What is rotavirus?
Rotavirus is the most common cause of childhood diarrhoea worldwide. Infants and young children in crèches and children's hospitals are most often infected. Susceptibility is greatest between 6 and 24 months of age. Usually by three years of age most people have been infected and have acquired immunity to the virus. The virus is also a common cause of diarrhoea in the elderly living in long-term care facilities and homes for older adults.

How is rotavirus spread?
Rotavirus is highly contagious and is normally transmitted via the faecal-oral route. Infection may also spread through airborne droplets and contaminated water. The virus can survive well on inanimate objects and so contaminated environmental surfaces such as toys can facilitate the spread of infection. Rotavirus is shed in the faeces of infected individuals during the acute stages of illness and for a short time afterwards; this can be up to a week in a healthy child but as long as 1 month in an immunocompromised individual.

What are the symptoms of infection?
Symptoms generally appear within 2 days after initial infection and include vomiting, watery diarrhoea, and fever, which typically last 3 to 8 days. With severe vomiting and diarrhoea a child may become dehydrated from acute loss of fluid and electrolytes and require hospitalisation for rehydration therapy. If left untreated dehydration could lead to shock, cardiac arrhythmia and death.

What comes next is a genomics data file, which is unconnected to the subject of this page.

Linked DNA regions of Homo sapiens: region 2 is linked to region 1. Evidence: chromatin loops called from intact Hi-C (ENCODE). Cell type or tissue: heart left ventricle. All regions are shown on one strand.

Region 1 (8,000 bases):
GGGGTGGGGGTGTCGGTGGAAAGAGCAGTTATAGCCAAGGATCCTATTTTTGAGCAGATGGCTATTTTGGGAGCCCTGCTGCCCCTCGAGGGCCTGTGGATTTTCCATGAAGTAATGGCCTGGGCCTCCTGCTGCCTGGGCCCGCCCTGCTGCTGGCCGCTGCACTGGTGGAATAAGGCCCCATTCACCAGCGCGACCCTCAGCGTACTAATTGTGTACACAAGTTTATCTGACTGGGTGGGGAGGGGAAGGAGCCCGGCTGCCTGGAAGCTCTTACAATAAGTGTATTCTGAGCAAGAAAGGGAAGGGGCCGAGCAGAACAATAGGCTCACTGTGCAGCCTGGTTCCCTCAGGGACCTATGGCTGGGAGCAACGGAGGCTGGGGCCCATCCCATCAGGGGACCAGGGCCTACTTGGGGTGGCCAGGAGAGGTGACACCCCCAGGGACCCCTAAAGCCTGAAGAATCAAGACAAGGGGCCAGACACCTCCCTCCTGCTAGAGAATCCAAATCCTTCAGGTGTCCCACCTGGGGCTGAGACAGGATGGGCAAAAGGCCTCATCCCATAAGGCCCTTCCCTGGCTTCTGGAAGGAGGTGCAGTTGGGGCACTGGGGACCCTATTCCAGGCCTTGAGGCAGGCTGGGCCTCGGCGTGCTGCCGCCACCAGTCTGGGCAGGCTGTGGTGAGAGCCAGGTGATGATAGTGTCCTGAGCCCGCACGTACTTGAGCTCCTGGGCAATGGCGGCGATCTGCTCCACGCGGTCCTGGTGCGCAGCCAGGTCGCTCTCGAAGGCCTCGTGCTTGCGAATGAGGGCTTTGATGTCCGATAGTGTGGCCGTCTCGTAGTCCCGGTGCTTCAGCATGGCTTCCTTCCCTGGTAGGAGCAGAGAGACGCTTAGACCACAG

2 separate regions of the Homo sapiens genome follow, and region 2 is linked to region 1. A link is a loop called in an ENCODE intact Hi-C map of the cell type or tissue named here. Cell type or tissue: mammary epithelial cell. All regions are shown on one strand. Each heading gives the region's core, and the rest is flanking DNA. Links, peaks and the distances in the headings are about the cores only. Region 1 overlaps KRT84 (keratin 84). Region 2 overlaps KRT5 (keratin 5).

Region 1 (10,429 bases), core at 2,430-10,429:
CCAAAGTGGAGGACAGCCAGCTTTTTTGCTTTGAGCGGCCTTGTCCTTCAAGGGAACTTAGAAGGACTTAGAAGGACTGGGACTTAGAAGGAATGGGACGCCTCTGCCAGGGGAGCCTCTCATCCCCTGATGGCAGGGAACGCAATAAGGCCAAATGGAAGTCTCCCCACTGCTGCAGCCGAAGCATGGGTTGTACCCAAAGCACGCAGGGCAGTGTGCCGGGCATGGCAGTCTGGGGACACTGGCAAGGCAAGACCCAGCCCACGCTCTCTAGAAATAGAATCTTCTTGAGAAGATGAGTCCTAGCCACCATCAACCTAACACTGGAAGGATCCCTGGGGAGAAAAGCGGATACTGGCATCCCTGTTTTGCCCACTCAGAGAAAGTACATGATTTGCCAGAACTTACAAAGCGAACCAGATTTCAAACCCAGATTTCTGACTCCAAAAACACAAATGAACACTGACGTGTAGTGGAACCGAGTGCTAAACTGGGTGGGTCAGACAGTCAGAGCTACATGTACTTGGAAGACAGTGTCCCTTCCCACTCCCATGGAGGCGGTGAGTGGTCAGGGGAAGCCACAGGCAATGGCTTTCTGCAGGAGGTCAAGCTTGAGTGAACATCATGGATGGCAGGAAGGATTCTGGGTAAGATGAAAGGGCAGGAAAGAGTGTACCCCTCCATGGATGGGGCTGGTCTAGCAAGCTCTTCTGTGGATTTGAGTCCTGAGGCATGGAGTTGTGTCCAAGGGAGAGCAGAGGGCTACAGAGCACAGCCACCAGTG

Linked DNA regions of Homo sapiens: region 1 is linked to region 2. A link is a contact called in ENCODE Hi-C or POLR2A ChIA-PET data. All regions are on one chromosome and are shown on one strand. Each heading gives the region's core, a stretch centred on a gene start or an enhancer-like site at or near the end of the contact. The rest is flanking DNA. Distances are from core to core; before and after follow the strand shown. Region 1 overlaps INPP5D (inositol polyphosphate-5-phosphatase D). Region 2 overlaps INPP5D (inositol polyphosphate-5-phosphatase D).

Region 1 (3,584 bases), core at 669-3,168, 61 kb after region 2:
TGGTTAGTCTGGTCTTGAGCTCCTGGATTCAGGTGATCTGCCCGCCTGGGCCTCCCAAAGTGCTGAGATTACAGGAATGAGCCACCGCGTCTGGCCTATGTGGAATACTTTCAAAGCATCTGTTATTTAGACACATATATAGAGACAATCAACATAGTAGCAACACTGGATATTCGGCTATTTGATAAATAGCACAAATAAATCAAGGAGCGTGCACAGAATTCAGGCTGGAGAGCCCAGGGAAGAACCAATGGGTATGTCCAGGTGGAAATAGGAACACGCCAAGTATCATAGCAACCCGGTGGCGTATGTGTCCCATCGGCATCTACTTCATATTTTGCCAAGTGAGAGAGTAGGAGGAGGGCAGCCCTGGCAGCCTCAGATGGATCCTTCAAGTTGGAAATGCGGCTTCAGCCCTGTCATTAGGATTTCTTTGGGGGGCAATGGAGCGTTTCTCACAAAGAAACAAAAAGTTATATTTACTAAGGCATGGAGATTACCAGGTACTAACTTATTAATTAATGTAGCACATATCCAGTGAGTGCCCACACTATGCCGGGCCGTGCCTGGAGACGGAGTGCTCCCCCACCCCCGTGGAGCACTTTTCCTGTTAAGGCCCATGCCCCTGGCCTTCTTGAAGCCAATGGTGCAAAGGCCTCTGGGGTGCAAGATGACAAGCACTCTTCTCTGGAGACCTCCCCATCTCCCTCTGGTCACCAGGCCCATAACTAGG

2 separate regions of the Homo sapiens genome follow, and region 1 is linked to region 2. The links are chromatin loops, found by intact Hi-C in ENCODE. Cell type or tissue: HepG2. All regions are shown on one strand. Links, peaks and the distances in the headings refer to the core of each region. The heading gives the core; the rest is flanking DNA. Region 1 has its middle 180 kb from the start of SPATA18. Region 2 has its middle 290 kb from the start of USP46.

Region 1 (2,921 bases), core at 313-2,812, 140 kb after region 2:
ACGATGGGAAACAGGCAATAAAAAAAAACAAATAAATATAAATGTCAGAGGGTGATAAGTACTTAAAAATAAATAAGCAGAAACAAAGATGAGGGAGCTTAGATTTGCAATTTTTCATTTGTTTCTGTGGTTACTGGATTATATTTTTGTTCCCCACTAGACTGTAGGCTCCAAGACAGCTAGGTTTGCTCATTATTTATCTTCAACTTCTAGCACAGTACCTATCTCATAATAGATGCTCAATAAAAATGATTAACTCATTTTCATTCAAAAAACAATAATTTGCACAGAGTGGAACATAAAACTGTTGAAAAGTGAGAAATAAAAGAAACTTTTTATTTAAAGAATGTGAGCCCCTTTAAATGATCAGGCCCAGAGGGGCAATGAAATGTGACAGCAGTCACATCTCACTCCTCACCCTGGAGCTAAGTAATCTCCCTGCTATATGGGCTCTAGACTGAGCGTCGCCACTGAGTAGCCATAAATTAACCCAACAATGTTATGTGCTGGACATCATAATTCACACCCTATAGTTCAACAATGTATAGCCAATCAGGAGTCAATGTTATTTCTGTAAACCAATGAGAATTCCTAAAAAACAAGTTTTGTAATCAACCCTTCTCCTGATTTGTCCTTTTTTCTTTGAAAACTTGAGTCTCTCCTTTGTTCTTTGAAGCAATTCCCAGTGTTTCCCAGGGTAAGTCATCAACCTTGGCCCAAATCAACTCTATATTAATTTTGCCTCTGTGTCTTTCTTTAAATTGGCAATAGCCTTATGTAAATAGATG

How is rotavirus diagnosed?
Diagnosis may be made by rapid antigen detection of rotavirus in stool specimens. Strains may be further characterized by enzyme immunoassay or reverse transcriptase polymerase chain reaction.

How is rotavirus infection treated?
For most cases in healthy individuals the illness is self-limiting lasting only a few days. Drinking enough water or other fluids is very important to avoid dehydration. In cases of severe dehydration, hospitalisation may be required.

How do you prevent rotavirus infection?
Thorough hand washing is the best prevention. Wash your hands thoroughly after using the toilet, changing nappies, and before and after preparing or serving food.

Wash your hands when entering and leaving a healthcare facility or day-care setting.

People ill with rotavirus-like symptoms should not handle food or care for others until they are symptom free for 48 hours.

Infected children should be excluded from day-care facilities until 48 hours after symptoms have stopped.

Is there a vaccine?
Yes, rotavirus vaccine is now part of the childhood immunisation schedule. All babies born on or after 1 October 2016 will be offered the rotavirus vaccine. 

Updated: 28 November 2016